All cases of poisoning, regardless of which kind of poison, require certain basic common methods of treatment. Additionally, a few particular cases of poisonous substances may require antidotes.

After a severe acute case of poisoning involving unconsciousness: Bring the patient as soon as possible out into the fresh air. Rescue personnel must not take undue risks themselves, don't therefore rush down into tanks or pumprooms where vapour may be present- Too many fatalities have occurred with people who have not realised that a breathing apparatus was needed. First, keep the breathing passages free (prevent the tongue from falling back). An unconscious person should be laid on his side, face down, with one arm and one leg bent to prevent him from rolling over. Loosen the clothes around the neck and waist and remove false teeth.

Mouth to mouth artificial breathing may be necessary (avoid mouth to mouth contact with severely poisoned or contaminated patients as the rescuer may then be at risk). Heart massage may be necessary.

If the patient's condition does not apparently involve immediate risk for his life the following measures are applicable:


After inhalation: The patient to be brought into fresh air with as little effort and strain to himself as possible, Undue strain on the patient may affect him adversely later. Even if the patient is free of all symptoms he should be kept quiet and rest as some gases have delayed effects (nitrogen oxides in combustion inert gas, nitrous gases). Keep the patient in a comfortable inclined sitting position (if unconsciousness does not prevent it).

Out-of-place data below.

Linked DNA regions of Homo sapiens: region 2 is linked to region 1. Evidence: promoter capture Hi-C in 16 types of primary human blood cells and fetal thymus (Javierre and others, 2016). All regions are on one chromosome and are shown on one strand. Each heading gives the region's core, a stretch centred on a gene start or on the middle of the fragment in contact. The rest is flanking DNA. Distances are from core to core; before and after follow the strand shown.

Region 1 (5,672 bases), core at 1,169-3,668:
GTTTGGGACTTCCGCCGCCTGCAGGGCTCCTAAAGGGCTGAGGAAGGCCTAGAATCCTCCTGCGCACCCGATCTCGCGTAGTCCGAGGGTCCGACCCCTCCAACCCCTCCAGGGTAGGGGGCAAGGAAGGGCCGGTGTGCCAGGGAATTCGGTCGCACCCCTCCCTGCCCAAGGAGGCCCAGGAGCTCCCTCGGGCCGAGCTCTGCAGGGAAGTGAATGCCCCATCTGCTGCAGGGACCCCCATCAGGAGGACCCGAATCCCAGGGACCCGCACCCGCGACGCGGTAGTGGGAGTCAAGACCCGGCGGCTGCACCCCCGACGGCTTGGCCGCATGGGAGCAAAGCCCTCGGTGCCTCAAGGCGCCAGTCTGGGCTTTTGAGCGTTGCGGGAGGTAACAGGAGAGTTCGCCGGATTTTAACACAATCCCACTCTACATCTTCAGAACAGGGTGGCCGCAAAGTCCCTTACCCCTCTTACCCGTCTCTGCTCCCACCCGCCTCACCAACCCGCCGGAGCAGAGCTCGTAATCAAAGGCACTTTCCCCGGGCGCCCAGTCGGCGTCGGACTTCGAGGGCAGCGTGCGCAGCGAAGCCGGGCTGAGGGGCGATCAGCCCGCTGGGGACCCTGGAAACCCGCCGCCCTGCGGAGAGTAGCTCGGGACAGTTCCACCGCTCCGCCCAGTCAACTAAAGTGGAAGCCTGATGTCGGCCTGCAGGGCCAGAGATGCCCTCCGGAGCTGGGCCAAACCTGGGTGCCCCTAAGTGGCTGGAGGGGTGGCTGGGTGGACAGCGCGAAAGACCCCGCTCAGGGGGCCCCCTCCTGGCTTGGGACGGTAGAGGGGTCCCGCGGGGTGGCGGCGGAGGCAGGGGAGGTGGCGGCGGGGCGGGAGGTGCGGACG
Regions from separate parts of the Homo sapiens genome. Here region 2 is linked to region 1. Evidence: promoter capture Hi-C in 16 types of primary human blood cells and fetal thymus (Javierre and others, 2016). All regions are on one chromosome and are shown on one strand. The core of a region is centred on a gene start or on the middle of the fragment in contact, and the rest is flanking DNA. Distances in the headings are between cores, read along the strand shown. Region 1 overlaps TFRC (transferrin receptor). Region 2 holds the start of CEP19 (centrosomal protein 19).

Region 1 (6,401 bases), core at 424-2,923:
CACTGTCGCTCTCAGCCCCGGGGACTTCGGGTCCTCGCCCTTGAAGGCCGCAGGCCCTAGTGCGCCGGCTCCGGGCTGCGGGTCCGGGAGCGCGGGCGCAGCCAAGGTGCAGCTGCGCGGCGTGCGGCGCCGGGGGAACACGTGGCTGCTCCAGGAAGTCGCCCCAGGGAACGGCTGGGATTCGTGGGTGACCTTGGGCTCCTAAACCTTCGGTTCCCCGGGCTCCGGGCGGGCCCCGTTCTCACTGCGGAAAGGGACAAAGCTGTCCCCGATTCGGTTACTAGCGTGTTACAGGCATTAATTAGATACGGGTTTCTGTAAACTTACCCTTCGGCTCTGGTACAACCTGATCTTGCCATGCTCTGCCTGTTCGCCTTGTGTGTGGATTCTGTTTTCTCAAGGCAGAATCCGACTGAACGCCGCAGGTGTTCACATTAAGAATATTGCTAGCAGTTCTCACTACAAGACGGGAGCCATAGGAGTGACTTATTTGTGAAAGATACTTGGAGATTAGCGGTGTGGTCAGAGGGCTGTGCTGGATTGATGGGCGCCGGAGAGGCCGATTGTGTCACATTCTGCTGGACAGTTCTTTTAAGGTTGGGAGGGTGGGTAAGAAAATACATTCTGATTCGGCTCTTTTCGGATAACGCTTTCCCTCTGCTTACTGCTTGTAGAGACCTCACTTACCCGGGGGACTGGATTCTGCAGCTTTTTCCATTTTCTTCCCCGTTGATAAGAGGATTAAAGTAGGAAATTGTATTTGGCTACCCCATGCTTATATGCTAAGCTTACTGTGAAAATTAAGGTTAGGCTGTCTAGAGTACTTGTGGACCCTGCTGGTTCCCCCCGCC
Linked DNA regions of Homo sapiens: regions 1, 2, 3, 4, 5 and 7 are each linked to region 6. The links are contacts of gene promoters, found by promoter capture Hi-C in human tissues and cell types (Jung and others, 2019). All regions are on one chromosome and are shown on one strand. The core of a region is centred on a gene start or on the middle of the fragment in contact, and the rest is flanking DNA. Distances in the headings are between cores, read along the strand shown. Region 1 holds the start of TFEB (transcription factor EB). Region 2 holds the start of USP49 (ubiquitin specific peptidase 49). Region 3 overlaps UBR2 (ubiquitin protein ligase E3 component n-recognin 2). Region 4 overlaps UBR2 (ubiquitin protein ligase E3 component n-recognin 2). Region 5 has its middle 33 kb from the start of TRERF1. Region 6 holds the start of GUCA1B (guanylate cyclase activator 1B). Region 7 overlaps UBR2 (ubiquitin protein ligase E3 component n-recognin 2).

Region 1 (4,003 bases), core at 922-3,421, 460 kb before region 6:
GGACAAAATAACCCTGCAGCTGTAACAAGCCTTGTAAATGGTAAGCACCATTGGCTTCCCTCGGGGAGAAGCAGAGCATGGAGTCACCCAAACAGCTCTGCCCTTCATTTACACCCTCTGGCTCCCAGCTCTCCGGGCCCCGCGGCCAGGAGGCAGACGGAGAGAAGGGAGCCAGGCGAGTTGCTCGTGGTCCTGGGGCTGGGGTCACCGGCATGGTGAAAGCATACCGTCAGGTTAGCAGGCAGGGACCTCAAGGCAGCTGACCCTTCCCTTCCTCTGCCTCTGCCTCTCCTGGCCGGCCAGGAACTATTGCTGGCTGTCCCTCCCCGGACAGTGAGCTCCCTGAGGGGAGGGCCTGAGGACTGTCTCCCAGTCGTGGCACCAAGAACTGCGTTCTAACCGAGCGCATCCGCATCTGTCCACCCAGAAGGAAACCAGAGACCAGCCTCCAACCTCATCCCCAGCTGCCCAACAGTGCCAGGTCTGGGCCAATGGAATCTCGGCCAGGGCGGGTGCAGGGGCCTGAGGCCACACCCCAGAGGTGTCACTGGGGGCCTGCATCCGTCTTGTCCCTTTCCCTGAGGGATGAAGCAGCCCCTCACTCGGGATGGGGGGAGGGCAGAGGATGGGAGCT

After splash in the eyes: Immediately wash the eyes in gently flowing water, in a washbasin, in a jug or a special plastic eye bath with a bottle of water. The eyelids may have to be forced open and the patient told to move the eyes in order that all parts will be thoroughly rinsed out. Washing out the eyes may be very painful and pain-relief eye drops can be used. Continue to wash for another 10-15 minutes. In case of acids or alkalies (caustic) the washing must be repeated for a couple of minutes every 15-30 min for the next 4-5 hours, preferably with a NaCl (table) salt solution (0, 7 - 0, 9 %). A sterilising eye ointment should be applied several times during the day.
In case of acids and alkalies: obtain medical advice!

chemical suit
Fig: Chemical suit